Making Sustainability Connections Through Outdoor Learning

Picture of Calum


International Primary Teacher and Outdoor Learning Specialist, with over ten years experience. I hold an MSc in Outdoor Education and PGDE in Primary Education.

“Sustainable development is about developing an understanding of the global implications of our daily actions (e.g., energy and resource use) and taking responsibility for these” (Beames et al., 2012, p. 8).


There’s plenty of research that supports the view that the world is living unsustainably and that tackling this problem should be a priority of government policy (Nicol et al., 2019). As teachers, we can directly impact our planet’s environmental future by educating and improving the sustainability behaviours of children (Pauw & Petegem, 2013).



One of the most common sustainability initiatives I have encountered in schools is Eco-Schools. The Eco-Schools website outlines the aims of its program as developing pupil skills, raising environmental awareness, and improving a school’s environment. (Eco-Schools, 2019). I have had many positive experiences facilitating Eco-Schools within my school organisation. For example, I’m currently working with children to implement various school recycling policies. Recently, the eco teams arranged an Earth Day event where different classes would use plastic from the recycling bin to craft endangered sea creatures, drawing attention to the effects of plastic pollution.


Learners create a Mother Vaquita and its calf model from reused school plastic during Earth Day. The Vaquita is the world’s most crucial endangered ocean mammal.


Learner uses recycled plastic to make a model of the ocean. Drawing attention to plastic pollution.

Although I fully support any initiatives that shed light on environmental issues, I feel that we could benefit from placing a greater emphasis on the environmental impact on the outdoor environments and wildlife directly surrounding the school. For example, my learners are often surprised to hear that several local woodland creatures, such as hedgehogs and red squirrels, are endangered. In my experience, learners are often more engaged when discussing environments and animals from their local communities. I think this is because they can relate and connect more with what is around them and what they can see.


A gameboard made by learners about the problems faced by hedgehogs living in the city.
Outdoor Learning and Sustainability

Modern living has created a disconnection between children and the environment, and for children to continue to develop environmentally responsible behaviours, they would benefit significantly from a strong connection with nature (Nicol, 2003).

A learner participating in a survey of the different wetland birds in the local canal.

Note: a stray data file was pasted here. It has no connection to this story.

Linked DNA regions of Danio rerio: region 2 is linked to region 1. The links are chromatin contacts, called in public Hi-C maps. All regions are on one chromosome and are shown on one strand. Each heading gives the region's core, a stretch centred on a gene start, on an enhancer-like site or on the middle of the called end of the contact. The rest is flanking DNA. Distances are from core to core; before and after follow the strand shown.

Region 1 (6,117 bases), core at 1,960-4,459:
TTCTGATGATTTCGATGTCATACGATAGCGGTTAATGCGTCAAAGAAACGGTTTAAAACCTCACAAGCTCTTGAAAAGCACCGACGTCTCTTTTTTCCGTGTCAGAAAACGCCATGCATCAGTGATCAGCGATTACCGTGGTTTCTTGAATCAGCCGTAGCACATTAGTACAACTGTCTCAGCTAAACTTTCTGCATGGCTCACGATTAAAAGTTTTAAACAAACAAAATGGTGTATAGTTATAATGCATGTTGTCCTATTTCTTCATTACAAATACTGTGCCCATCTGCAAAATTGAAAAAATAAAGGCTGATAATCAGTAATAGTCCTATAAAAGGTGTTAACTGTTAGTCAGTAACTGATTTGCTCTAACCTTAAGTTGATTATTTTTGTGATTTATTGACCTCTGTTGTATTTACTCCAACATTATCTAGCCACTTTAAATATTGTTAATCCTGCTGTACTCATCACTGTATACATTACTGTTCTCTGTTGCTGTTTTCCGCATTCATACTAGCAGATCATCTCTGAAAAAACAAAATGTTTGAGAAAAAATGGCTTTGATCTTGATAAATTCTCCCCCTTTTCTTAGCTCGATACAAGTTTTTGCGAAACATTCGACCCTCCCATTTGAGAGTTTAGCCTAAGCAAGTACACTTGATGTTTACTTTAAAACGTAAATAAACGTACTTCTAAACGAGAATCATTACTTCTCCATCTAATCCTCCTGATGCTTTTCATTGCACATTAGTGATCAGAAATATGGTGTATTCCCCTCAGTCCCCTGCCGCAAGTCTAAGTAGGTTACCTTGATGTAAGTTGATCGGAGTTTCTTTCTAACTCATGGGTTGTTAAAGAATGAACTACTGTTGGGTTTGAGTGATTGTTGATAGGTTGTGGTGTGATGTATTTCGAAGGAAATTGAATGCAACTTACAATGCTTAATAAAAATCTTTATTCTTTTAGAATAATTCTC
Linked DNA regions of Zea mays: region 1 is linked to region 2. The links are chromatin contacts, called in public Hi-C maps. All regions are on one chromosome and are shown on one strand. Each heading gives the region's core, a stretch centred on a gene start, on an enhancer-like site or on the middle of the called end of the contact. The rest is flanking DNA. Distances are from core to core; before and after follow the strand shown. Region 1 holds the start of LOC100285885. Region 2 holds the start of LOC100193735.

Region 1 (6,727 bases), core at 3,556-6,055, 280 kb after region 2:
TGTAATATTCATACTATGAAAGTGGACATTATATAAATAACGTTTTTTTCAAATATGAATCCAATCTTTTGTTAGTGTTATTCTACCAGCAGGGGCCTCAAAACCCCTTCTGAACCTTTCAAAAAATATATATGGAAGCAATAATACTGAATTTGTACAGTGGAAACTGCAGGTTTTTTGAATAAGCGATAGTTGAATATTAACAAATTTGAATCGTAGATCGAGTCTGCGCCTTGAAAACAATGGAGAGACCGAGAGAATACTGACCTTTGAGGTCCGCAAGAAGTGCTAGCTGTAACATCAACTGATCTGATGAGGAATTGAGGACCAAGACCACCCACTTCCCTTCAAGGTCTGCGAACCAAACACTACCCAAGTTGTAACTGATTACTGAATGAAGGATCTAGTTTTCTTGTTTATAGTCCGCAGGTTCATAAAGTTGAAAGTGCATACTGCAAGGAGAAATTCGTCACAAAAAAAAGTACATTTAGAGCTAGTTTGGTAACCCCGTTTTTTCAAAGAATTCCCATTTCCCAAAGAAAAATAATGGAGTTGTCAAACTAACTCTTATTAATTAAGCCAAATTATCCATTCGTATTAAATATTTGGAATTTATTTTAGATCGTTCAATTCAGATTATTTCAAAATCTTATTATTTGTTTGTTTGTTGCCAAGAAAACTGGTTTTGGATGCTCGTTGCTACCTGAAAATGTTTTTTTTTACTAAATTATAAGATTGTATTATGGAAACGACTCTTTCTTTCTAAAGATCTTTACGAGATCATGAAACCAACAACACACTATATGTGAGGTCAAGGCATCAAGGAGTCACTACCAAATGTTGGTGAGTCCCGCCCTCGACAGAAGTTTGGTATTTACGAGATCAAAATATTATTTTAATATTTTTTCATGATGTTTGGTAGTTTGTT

Outdoor learning helps develop an admiration for nature (Mannion et al., 2013) by providing a robust framework for developing children’s environmental values and behaviours. In addition, outdoor learning offers a real-life context for sustainable issues (Nicol et al., 2019). For example, children benefit from learning in environments where they can see first-hand where food comes from and how water and waste are managed (Beames et al., 2012).


Learners work on their gardening skills.
Learning for Sustainability

One example of a sustainability education initiative implemented throughout an educational system is Learning for Sustainability (LfS). The Scottish Government introduced this initiative in 2011 (Christie et al., 2019), and it incorporates sustainability education with global citizenship and outdoor learning (Nicol et al., 2019). As of 2013, the General Teaching Council for Scotland required all teachers to incorporate learning for sustainability into their teaching practice (Christie et al., 2019). It is still at an early stage of development and hasn’t yet been used effectively throughout the Scottish education system (Nicol et al., 2019), but it is an example of a sustainability initiative incorporating outdoor learning as a critical component of its framework.

Thank you for reading my post 🙂


Related Posts

What Is Outdoor Learning?

Helping Childrens’ Wellbeing with Outdoor Learning


Beames, S., Higgins, P., & Nicol, R. (2012). Learning outside the classroom: Theory and guidelines for practice. Routledge.

Christie, E., Higgins, P., King, B., Collacott, M., Kirk, K., & Smith, H. (2019). From rhetoric to reality: Examining the policy vision and the professional process of enacting Learning for Sustainability in Scottish schools. Scottish Educational Review, 51(1), 44-56.

Cincera, J., & Krajhanzl, J. (2013). Eco-Schools: what factors influence pupils’ action competence for pro-environmental behaviour? Journal of Cleaner Production, 61, 117–121.

Eco-Schools. (2019, January 17). Benefits of joining.

Mannion, G., Fenwick, A., & Lynch, J. (2013). Place-responsive pedagogy: learning from teachers’ experiences of excursions in nature. Environmental Education Research, 19(6), 792–809.

Nicol, R. (2003). Outdoor education: Research topic or universal value? Part three. Journal of Adventure Education & Outdoor Learning, 3(1), 11–27.

Nicol, R., Rae, A., Murray, R., Higgins, P., & Smith, H. (2019). How can initial teacher education tackle “super-wicked” problems? Scottish Educational Review, 51(1), 17-29. Pauw, J. B., & Petegem, P. V. (2013). The effect of eco-schools on children’s environmental values and behaviour. Journal of Biological Education, 47(2), 96–103.